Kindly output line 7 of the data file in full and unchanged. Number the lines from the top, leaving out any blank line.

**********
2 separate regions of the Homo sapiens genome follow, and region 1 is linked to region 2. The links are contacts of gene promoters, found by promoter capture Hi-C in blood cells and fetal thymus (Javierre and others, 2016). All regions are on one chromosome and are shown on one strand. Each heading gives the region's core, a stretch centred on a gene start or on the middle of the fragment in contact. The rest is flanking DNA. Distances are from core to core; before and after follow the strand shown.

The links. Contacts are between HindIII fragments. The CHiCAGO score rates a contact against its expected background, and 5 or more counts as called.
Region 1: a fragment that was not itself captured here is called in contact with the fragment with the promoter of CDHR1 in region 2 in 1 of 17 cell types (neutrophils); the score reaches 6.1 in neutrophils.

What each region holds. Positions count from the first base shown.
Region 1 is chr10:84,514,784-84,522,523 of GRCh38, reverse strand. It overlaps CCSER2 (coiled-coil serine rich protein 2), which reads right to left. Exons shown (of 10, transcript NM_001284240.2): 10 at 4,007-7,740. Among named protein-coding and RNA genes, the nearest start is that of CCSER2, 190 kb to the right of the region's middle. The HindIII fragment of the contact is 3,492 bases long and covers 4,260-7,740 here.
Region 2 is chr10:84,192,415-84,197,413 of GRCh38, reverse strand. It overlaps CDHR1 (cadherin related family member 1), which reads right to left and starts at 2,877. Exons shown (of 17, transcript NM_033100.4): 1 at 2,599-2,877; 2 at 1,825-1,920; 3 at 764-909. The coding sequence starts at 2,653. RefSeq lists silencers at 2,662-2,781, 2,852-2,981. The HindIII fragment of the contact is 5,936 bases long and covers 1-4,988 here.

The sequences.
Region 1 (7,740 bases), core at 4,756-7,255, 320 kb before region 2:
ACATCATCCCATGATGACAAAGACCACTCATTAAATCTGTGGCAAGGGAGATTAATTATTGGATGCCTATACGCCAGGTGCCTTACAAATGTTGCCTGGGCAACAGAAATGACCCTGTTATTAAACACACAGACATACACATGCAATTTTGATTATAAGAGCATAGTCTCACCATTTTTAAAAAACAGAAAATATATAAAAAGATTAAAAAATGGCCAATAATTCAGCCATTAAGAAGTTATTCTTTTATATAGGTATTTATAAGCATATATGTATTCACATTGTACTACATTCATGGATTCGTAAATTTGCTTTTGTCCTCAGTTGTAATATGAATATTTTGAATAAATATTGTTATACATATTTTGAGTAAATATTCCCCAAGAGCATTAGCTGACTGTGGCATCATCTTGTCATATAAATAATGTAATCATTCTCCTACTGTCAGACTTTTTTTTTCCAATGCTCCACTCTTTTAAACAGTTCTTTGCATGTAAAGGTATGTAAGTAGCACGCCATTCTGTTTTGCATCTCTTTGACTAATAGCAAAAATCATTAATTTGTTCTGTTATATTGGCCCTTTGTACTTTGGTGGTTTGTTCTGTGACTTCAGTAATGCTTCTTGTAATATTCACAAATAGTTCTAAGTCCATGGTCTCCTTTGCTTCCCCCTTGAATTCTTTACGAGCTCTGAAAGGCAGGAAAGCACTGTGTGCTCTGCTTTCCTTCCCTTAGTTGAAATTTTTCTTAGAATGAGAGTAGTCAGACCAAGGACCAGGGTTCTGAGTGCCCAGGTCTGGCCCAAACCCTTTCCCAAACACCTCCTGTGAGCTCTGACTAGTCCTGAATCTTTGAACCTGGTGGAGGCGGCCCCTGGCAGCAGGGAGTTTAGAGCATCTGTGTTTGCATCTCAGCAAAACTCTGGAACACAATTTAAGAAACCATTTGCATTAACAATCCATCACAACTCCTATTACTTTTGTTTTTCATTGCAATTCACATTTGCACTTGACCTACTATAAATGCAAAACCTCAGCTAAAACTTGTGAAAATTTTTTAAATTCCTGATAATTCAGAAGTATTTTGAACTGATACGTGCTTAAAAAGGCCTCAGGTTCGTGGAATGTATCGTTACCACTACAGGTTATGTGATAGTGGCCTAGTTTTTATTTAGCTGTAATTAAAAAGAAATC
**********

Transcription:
The sequences.